For children to have a complete approach to life, they should have a basic understanding of the mechanism they inhabit. Reasoning can be complete when a child begins to learn what his body is constructed of, why and how it happens to be formed in this matter, and how he can best learn to develop this body which must serve him for his whole life.
Health habits of any kind should, of course, be explained. Many adults of encouraged unhealthy practices of eating, sleeping, and other habitual forms of existence. Many of these are not the result of ignorance as much as the reluctance to give up previously established habits that have become a part of the personality.
The habits can be changed; but how much better it would have been had they never been developed at all! Likes and dislikes are learned. Why not guide the youngster to learn what is beneficial while rejecting whatever is destructive.
Early understanding will lead to reasoning which will serve as the childís guide. Soon, your duty in guiding will be replaced by the childís ability to reason for himself. In expending a little more energy at the beginning, you will be able to more than compensate at the end. The task of developing the child into a mature human being will be more quickly turned over to the child himself.
The method is not restricted to health habits alone. The whole pattern of education is based on the proposition that the child must educate himself by reasoning, using gems of knowledge that are offered by the adult.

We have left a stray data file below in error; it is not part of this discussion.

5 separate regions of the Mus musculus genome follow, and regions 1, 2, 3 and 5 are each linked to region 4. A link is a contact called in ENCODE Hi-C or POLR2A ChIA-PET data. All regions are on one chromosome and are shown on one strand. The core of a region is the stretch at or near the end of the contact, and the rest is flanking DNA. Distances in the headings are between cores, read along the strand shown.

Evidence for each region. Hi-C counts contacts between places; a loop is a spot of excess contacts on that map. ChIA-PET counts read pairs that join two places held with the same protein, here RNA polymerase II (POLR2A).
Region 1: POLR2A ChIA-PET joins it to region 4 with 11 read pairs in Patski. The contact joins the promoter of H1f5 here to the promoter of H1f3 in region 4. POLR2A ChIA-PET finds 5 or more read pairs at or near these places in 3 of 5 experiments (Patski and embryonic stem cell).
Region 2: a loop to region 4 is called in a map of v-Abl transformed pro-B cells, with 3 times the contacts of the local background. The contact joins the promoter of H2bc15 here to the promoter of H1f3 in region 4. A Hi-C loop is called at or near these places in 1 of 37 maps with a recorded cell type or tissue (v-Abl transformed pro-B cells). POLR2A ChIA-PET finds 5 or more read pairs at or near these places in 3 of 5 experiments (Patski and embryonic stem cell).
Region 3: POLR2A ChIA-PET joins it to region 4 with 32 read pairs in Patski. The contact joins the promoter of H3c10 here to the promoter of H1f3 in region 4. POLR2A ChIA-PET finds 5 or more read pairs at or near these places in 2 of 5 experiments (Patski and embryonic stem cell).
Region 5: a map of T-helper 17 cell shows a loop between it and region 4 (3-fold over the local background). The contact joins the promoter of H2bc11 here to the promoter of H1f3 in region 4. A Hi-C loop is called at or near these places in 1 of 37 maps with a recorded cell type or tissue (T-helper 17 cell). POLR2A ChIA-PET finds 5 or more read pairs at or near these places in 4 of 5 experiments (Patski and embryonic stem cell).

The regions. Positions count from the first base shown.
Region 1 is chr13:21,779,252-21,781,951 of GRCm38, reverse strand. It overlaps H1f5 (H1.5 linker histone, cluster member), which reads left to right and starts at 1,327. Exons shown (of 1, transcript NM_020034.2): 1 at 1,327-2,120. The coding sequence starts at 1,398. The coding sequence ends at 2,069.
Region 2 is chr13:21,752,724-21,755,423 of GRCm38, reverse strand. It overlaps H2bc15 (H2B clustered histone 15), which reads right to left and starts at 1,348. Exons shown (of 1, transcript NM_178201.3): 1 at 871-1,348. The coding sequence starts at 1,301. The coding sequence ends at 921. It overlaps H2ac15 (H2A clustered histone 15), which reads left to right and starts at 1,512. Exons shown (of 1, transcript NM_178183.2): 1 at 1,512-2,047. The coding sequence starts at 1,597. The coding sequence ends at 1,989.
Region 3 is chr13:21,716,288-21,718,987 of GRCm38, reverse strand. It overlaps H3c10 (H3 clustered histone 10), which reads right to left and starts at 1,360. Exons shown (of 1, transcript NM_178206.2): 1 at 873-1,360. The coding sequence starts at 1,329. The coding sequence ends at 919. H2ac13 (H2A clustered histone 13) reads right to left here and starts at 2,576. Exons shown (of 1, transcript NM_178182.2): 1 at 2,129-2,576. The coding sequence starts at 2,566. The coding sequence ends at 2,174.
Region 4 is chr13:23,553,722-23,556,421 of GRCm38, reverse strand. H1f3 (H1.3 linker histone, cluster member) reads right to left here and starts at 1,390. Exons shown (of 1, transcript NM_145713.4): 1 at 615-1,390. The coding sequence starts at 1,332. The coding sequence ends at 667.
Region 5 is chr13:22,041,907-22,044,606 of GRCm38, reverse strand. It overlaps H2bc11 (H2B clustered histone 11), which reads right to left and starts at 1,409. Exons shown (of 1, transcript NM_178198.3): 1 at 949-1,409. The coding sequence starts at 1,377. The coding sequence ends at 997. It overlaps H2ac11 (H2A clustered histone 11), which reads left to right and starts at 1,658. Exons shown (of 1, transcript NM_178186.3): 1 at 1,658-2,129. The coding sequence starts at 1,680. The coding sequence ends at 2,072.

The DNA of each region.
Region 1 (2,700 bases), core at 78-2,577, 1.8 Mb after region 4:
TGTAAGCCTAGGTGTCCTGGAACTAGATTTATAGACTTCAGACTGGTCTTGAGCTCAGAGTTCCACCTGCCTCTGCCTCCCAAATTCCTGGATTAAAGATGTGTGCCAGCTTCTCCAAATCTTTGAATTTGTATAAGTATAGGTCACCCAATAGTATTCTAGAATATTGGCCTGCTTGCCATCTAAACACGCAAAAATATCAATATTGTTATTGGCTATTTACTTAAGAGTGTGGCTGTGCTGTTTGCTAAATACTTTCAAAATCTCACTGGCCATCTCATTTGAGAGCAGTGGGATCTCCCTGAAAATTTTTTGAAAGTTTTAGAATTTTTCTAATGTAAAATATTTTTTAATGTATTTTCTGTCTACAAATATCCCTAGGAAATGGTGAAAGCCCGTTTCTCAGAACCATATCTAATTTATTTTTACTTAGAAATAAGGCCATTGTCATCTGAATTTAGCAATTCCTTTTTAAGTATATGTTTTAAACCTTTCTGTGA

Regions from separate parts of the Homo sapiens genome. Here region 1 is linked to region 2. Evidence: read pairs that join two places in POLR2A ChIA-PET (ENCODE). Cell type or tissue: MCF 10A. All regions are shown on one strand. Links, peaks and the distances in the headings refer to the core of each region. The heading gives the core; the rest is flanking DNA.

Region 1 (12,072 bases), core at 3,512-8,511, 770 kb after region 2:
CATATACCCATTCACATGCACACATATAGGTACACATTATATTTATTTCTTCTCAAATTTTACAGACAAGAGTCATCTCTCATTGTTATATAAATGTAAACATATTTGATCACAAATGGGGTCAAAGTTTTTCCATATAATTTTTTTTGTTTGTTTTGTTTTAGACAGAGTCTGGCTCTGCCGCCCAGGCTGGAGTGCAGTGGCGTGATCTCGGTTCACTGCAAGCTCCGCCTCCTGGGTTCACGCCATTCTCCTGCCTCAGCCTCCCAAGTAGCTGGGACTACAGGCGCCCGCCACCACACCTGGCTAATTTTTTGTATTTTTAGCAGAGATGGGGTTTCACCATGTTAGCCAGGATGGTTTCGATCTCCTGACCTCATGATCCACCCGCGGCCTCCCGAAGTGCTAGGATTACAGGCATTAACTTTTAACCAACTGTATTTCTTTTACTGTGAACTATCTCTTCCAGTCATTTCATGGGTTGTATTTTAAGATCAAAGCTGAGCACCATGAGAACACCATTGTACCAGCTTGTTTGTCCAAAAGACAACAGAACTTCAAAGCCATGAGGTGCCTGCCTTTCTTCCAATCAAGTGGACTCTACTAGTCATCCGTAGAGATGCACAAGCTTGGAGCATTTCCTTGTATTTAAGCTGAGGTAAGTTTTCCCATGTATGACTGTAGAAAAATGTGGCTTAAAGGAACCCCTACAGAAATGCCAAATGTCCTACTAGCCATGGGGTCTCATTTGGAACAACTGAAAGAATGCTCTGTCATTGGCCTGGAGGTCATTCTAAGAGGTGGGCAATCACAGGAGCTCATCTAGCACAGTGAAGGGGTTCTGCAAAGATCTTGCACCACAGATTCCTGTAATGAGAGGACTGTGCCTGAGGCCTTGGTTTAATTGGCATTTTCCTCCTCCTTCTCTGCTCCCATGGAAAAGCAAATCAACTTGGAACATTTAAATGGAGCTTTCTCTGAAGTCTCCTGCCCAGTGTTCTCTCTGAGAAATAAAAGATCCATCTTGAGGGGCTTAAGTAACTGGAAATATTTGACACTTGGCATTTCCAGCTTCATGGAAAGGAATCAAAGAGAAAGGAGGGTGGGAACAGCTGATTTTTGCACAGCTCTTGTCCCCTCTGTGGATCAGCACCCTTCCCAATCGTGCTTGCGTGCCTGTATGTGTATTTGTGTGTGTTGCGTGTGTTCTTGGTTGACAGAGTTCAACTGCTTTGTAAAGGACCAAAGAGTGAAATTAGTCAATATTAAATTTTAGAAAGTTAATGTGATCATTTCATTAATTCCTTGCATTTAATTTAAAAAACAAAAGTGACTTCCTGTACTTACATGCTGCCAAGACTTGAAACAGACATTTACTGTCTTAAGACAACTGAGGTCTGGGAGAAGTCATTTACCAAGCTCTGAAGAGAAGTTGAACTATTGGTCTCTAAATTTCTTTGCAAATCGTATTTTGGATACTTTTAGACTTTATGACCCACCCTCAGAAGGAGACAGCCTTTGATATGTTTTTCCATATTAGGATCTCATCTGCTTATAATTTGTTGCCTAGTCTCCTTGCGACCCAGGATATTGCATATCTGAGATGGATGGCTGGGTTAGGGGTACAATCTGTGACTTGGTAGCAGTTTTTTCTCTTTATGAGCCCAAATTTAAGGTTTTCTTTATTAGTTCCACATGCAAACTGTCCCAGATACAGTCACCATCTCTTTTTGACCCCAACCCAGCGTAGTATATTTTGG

Of primary importance with this system is that the parent must go to the child. For the adult to sit on the floor is very important because of what it represents. A new child is more easily reached when he is approached on his own level--figuratively and literally. We cannot and must not assume that all young children will be amenable to our training immediately. Behavior problems brought on through previous years of insecurity and inconsistencies result in the aggressive, destructive, poorly-controlled behavior often encountered in confused children.
Some children will require time to get reoriented to a new environment of ease in place of strain; love and kindness in place of reprimands and impatience; consistency for inconsistency; and guidance in place of didactic statement of improperly explained facts.
Here is an example of showing a new path to a child. This incident actually happened, and it demonstrates how you can give a youngster a glimpse into a new exciting land of knowledge and truth.
Even though I had met this little girl, age 4, the other evening, I pretended to forget her name.
"Hello. Whatís your name?"
"Oh, you forgot," she replied. "I told you last night."
I frowned unhappily. "Iím a dumbbell, I guess. What do you think of that? Do YOU know what a dumbbell is?"
"Yes," she laughed, delighted at having an adult admit to such a thing.
"Ethel, what you been doing," I continued.
"Oh, you didnít forget at all," she said.
"No? Maybe I was playing a joke. Do you like jokes?" I asked.
"Oh, yes," she exclaimed. Ethel was now an equal because of the simplicity of my approach. I tried to make my eyes smile so the little girl would feel welcomed by a patience that puts children at ease with adults.
The conversation took a turn as it so often does with children.
"Iím very hot," she said.
"But you donít mind, do you? Would you like me to tell you a little story about being hot?"
"Yes," she went on. "Tell me a story. The sun makes me hot. Whenever it shines, it makes me hot." The topic changed abruptly."You know I didnít mean it when I called you a dumbbell," she said. "I am really the dumbbell because you didnít forget my name at all." Back we go to the previous topic. "You know, when the clouds are covering the sun Iím not hot."